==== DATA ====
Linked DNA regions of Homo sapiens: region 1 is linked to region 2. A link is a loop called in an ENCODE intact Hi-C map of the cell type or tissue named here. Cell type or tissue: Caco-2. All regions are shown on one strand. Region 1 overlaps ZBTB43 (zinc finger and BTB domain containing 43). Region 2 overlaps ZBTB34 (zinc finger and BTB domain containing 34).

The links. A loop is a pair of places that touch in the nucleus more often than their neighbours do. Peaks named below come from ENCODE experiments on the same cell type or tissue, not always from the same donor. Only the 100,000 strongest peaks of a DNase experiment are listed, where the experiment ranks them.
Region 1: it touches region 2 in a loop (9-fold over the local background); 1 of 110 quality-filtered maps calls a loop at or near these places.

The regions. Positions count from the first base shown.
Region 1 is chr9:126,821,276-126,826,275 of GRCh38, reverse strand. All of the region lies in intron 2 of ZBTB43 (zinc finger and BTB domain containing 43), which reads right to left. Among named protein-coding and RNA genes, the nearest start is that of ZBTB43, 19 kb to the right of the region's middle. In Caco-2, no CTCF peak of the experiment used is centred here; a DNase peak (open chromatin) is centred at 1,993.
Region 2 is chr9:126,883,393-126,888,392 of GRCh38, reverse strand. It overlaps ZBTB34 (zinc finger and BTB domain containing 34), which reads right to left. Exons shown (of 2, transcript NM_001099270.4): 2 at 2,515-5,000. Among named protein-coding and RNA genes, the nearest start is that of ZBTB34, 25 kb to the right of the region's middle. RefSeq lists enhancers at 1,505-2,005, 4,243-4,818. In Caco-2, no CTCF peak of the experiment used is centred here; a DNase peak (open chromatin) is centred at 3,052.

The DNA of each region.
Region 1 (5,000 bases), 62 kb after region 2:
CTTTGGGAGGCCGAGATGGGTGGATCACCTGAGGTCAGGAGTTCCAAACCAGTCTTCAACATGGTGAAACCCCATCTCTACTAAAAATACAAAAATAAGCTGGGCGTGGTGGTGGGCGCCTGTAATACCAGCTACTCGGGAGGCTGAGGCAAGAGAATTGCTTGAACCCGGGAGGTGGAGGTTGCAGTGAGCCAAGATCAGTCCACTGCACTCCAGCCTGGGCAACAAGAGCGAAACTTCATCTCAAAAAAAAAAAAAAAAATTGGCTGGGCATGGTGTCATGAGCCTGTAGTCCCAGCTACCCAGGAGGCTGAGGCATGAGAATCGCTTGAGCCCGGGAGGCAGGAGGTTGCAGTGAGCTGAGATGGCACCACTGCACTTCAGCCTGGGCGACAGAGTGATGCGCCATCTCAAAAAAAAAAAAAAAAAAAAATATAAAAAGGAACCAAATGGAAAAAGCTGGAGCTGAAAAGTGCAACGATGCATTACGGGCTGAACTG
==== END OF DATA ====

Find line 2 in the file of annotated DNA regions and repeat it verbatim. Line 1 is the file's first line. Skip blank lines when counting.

The links. A loop is a pair of places that touch in the nucleus more often than their neighbours do. Peaks named below come from ENCODE experiments on the same cell type or tissue, not always from the same donor. Only the 100,000 strongest peaks of a DNase experiment are listed, where the experiment ranks them.